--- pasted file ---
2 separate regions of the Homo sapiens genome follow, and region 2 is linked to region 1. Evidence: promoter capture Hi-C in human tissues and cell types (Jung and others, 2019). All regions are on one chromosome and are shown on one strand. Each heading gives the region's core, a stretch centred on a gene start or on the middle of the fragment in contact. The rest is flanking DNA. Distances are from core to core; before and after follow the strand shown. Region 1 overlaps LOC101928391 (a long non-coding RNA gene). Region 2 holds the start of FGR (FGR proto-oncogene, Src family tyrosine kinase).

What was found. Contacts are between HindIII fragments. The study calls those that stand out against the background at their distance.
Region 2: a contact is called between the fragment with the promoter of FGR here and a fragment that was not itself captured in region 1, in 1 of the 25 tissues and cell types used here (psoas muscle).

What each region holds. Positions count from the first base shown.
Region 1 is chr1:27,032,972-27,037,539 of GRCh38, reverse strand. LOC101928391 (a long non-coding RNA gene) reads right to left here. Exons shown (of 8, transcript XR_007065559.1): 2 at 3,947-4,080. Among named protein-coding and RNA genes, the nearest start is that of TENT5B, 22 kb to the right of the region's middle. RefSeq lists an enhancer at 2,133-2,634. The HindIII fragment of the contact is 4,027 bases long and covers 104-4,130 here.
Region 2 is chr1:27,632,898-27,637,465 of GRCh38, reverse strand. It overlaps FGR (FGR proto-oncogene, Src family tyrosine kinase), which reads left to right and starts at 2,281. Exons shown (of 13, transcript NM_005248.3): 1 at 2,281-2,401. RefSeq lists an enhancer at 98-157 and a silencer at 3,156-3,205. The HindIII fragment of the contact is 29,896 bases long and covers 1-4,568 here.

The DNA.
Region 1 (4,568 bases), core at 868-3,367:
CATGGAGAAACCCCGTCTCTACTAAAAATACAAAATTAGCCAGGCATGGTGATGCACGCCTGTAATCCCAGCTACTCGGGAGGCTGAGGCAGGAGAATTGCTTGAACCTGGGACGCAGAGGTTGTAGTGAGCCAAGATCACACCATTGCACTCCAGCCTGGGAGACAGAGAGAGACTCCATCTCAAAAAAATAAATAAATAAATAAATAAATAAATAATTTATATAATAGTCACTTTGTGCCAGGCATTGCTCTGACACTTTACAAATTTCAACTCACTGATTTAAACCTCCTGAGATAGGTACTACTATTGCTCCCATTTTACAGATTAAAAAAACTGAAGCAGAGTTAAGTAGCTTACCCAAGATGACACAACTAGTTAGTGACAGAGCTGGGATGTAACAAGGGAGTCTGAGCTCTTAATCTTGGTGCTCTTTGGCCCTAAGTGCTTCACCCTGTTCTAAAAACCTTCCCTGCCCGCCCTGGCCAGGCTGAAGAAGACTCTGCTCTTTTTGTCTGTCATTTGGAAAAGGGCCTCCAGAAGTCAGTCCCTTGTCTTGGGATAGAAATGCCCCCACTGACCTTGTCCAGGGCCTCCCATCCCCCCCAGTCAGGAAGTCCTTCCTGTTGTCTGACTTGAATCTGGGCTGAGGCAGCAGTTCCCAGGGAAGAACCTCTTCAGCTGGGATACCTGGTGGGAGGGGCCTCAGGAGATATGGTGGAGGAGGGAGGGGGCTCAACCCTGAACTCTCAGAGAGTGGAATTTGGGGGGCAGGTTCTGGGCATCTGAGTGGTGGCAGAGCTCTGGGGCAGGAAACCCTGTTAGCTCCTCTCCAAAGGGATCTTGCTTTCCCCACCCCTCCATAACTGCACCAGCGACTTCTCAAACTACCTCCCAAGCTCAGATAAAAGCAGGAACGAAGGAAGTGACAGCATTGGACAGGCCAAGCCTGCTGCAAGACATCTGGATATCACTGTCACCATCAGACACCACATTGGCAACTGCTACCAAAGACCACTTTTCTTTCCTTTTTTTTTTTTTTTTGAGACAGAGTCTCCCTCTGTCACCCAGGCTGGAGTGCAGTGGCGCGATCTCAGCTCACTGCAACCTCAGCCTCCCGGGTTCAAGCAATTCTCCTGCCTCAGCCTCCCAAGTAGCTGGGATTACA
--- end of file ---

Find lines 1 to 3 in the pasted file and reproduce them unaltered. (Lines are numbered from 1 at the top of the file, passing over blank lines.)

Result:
2 separate regions of the Homo sapiens genome follow, and region 2 is linked to region 1. Evidence: promoter capture Hi-C in human tissues and cell types (Jung and others, 2019). All regions are on one chromosome and are shown on one strand. Each heading gives the region's core, a stretch centred on a gene start or on the middle of the fragment in contact. The rest is flanking DNA. Distances are from core to core; before and after follow the strand shown. Region 1 overlaps LOC101928391 (a long non-coding RNA gene). Region 2 holds the start of FGR (FGR proto-oncogene, Src family tyrosine kinase).

What was found. Contacts are between HindIII fragments. The study calls those that stand out against the background at their distance.
Region 2: a contact is called between the fragment with the promoter of FGR here and a fragment that was not itself captured in region 1, in 1 of the 25 tissues and cell types used here (psoas muscle).